A while back, I posted a video of a bowling ball smashing into a “Bullet-Proof Coffee Table” that I had built. The idea was that I wanted to test whether or not it really was bullet-proof, only WITHOUT firing guns in my residential neighborhood. I DID have a bowling ball and a ladder, so I [...]

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PIRs and Scratch-n-Dent Doors

February 27, 2015

Progress continues on the STAR TREK DOORS!
Last night, I got a chance to stop on over at Fred’s to work on the doors. I purchased a bag of PIRs (Passive Infrared sensors) from Amazon, and started playing with them, hooking one up to my Arduino Uno. By playing around with a bit of sample code, [...]

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The Girl’s First Robot

February 17, 2015

Recently, I started learning about Arduino – a popular hobbyist microprocessor board. I’d like to use it for home automation and several other projects. In a nut-shell, an Arduino lets you have sensors in, process data, and output signals back to the real world. It’s great for all sorts of things, including robots.
My four-year-old daughter, [...]

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Air Cylinder Position Sensors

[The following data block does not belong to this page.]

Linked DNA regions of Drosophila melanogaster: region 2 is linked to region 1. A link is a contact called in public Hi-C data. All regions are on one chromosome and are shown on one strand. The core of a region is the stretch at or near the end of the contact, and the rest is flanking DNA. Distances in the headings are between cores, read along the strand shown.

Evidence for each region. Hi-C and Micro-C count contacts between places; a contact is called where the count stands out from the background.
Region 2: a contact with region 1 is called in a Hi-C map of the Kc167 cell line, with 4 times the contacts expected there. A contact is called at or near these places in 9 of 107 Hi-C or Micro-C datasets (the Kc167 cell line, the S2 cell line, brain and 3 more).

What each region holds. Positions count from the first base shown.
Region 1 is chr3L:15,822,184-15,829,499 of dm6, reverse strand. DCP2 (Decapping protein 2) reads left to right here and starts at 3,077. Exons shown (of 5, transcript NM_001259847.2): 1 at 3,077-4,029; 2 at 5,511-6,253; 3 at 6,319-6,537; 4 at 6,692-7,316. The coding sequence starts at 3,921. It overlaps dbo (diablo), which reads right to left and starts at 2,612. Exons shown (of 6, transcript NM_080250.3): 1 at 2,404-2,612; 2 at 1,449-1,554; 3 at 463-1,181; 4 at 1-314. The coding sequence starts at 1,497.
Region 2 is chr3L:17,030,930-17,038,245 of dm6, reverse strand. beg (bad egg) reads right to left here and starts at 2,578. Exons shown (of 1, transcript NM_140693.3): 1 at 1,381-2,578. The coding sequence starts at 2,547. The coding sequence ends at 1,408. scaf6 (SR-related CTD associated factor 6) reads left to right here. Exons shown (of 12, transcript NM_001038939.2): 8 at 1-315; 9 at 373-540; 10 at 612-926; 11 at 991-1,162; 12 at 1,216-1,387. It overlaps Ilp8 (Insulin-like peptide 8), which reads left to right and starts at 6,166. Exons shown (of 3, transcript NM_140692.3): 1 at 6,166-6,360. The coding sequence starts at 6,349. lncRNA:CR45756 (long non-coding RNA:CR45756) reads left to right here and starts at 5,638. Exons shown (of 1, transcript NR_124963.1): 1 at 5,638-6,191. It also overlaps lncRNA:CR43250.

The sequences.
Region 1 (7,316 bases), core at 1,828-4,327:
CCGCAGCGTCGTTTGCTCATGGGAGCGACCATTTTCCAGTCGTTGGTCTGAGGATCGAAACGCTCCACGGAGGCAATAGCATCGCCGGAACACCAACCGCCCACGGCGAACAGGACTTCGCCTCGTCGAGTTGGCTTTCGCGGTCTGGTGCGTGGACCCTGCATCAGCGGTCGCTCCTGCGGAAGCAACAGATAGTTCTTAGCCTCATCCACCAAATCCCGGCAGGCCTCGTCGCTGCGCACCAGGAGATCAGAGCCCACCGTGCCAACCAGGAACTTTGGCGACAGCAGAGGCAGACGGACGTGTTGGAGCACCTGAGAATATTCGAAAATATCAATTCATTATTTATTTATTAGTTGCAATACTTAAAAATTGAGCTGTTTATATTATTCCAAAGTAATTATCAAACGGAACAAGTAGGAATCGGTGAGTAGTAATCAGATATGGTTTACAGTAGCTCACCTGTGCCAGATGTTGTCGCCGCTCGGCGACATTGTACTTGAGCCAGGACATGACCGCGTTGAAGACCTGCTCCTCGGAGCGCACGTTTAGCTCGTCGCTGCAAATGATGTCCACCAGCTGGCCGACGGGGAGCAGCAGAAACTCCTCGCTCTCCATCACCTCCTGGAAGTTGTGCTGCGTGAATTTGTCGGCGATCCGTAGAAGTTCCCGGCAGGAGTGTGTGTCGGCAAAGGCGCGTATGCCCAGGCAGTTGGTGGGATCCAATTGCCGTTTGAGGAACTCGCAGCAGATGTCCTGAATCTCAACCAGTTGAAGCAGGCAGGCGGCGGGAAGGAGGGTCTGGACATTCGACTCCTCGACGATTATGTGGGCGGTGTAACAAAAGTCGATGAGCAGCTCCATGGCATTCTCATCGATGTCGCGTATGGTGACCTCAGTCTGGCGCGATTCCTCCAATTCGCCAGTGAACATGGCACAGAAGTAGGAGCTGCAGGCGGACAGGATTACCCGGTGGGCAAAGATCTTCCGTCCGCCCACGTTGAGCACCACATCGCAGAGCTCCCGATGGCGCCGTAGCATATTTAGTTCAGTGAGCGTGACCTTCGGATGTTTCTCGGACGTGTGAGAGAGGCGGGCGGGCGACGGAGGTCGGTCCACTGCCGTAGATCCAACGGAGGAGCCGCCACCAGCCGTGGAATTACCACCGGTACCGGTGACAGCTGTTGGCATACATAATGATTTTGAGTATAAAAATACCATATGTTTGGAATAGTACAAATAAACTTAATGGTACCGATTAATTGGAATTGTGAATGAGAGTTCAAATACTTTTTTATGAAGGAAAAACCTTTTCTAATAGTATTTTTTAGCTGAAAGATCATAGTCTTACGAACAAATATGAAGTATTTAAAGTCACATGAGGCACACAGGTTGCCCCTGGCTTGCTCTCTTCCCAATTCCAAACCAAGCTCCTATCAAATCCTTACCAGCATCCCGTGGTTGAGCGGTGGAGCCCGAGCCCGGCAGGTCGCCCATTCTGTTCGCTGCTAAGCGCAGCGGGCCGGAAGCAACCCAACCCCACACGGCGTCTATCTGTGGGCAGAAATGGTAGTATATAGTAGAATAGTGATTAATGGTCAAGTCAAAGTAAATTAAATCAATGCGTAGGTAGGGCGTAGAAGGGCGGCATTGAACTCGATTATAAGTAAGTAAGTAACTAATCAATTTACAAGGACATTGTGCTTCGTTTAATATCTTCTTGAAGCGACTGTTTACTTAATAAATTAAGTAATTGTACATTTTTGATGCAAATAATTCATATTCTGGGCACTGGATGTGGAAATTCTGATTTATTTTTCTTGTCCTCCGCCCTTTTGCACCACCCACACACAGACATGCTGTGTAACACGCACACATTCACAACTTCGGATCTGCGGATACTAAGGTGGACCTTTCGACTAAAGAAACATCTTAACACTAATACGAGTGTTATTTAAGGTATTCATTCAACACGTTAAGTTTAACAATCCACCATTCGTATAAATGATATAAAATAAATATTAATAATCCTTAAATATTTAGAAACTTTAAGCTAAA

February 13, 2015

The latest excitement on the Star Trek Doors project is that I just got two Bimba 18″ air cylinders in the mail from an eBay purchase. The cylinders have a built-in position sensor with a 3-pin M8 connector right on the end.
I was able to look up some information on the cylinders to find out [...]

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Michael Jackson Light-Up Eyes

February 2, 2015

This weekend, I had a chance to start playing with some tutorials and an Arduino Uno, so that I could finally learn about micro controllers, and eventually use those skills for some DIY home automation and LED lighting controls. On a completely different note, my four-year-old girl is now completely obsessed with Michael Jackson, especially [...]

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FLIR One Thermal Camera – First Impressions

January 7, 2015

Today, my FLIR One camera arrived in the mail.
I excitedly tore open the package, but then I slowed down to make sure to take some photos so you all could get my first impressions of this thermal camera designed to work with an Apple iPhone 5 camera.
In the box is the FLIR One camera, the [...]